SARASOTA, Fla. -- The sniping between Al Gore and George W. Bush intensified as they headed back to the campaign trail Tuesday on the eve of their second debate.
Bush was tweaking his rival at a rally in Gore's home state of Tennessee, where polls suggest a close race. Gore was touting his college aid proposals in Florida, another competitive state.
After taking Monday off to prepare for Wednesday's 90-minute debate in North Carolina, both men hoped to frame the issues for the face-off at their campaign events.
"We need middle-class tax cuts to make college more affordable," Gore said in remarks prepared for delivery Tuesday at Manatee Community College.
His daughter and adviser, Karenna Gore Schiff, said Gore also planned to use the debates to discuss his proposals for smaller classes, universal preschool, children's health insurance and prescription drug coverage for Medicare.
Asked on CBS' "Early Show" whether her father would change his style because of criticism of his debate performance last week, including his disapproving noises when Bush was speaking, Schiff predicted viewers would see "the same Al Gore, probably just a few less sighs."
Locked in a close race, Gore's camp took to branding Bush as a bumbler who can't defend his proposals coherently. Bush's team continued the theme that Gore can't be believed.
"Governor Bush seems incapable of talking about the important issues in this campaign in a coherent way," said Gore deputy campaign manager Mark Fabiani.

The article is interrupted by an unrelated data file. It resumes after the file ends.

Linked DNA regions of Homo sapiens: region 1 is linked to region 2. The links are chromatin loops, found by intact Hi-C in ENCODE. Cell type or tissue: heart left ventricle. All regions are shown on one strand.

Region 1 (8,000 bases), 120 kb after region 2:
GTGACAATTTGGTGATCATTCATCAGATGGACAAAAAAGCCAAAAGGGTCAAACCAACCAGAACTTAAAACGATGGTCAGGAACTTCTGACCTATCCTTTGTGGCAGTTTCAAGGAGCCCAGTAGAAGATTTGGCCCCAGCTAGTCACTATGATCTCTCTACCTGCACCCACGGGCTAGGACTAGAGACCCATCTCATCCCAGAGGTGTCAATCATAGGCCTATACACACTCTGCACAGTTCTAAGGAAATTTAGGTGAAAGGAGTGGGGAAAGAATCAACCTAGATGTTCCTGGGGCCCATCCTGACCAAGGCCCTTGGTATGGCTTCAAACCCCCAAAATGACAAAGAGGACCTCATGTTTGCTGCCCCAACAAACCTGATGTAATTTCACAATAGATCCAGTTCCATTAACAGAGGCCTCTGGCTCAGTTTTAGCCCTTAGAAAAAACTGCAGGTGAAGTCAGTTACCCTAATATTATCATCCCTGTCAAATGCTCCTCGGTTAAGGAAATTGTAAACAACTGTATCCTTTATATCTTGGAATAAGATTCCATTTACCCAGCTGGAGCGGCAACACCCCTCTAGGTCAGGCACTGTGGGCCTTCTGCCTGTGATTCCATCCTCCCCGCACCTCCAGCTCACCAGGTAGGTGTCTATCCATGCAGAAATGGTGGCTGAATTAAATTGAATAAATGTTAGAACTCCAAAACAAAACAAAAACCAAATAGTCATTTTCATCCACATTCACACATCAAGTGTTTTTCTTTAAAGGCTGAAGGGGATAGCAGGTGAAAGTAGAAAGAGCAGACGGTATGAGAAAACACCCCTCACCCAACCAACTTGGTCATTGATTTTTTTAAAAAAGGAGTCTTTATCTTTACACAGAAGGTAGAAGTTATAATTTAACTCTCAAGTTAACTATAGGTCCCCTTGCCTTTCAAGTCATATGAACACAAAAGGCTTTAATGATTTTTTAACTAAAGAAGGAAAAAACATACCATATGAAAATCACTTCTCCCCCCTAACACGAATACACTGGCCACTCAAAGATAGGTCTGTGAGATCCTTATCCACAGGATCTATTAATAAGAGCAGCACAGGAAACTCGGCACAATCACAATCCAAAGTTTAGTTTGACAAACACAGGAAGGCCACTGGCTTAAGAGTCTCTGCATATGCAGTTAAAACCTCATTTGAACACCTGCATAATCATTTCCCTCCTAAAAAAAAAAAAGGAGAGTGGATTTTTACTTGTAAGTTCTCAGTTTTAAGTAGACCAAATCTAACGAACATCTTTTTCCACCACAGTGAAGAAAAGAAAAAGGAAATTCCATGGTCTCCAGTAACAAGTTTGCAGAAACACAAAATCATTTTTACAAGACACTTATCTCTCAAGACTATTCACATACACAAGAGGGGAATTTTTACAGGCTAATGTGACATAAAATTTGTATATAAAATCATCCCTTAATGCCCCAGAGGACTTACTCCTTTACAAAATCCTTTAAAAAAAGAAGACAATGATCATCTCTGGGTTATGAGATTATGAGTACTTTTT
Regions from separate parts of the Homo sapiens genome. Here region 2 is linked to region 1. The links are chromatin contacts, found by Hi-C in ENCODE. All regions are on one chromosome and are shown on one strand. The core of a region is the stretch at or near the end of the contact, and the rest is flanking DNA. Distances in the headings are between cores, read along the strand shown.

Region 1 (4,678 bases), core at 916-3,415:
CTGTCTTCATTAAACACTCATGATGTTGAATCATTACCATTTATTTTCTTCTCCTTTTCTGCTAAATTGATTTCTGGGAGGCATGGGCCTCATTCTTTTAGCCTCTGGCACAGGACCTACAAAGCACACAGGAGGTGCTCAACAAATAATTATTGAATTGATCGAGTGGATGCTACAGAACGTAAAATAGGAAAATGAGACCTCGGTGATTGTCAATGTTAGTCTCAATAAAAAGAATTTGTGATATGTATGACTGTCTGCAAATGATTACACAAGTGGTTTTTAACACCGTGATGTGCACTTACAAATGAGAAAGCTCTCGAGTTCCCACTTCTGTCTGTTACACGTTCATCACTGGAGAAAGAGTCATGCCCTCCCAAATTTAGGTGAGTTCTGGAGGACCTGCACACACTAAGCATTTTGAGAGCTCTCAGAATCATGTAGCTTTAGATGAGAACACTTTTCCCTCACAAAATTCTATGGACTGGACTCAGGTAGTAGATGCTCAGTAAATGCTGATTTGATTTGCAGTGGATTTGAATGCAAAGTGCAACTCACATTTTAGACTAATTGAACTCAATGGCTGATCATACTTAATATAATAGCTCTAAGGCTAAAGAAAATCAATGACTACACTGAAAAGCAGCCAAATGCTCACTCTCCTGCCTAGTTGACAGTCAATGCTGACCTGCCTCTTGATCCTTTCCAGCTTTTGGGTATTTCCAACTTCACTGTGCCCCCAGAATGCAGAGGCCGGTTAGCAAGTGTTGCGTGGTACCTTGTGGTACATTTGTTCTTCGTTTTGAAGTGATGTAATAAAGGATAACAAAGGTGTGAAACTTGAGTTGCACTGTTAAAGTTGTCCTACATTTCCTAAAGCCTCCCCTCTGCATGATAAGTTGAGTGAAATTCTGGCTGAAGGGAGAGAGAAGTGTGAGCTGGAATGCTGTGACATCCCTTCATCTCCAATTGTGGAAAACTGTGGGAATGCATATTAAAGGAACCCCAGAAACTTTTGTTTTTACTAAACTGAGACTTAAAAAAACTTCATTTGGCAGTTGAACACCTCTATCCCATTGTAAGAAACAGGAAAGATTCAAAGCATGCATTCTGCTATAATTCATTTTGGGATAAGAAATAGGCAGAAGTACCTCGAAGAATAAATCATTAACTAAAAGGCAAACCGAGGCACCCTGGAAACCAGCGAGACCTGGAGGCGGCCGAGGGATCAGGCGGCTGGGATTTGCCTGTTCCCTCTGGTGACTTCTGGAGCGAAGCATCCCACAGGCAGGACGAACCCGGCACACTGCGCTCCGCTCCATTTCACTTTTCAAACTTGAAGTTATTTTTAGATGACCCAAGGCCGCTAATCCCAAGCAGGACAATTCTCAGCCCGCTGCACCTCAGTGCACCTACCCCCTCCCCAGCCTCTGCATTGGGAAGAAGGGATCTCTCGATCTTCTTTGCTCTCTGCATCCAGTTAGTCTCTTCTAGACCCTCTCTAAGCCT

Bush spokesman Dan Bartlett responded: "This strategy is one of a campaign that is running out of options and is grasping at straws."
At a Florida press conference, Democratic National Committee chairman Joe Andrew announced an intensified campaign of television commercials, a "Bush Lite" Web site and "truth squad" to hammer at Bush.
Andrew and Gore campaign officials insist the assault is "fair game" because it's on Bush policy proposals and misstatements, though the language harshly refers to Bush as a "bumbler."
The assault also comes as the latest CNN-USA Today-Gallup tracking poll showed Bush 8 points ahead of Gore, 50 percent to 42 percent, with an error margin of 4 percentage points.
"We're not talking about personal attacks on individual character," said Andrew. "We're talking about his record. We're going to continue to talk about his record and talk about it loud and clear."
Bartlett turned that around, saying the announcement raises additional questions about Gore's credibility because he only last week pledged not to launch personal attacks.
"He's violated that pledge today by unleashing his top aides to attack Governor Bush in a very personal way," Bartlett said.
For their part, the Bush camp labeled Gore "a serial exaggerator ... a man who has difficulty telling the truth," noting statements Gore made in last week's debate.
Gore described a Florida schoolgirl he said was forced to stand in class because the room was overcrowded, and a tour of Texas he took with disaster director James Lee Witt.
Republicans said both statements were exaggerations.
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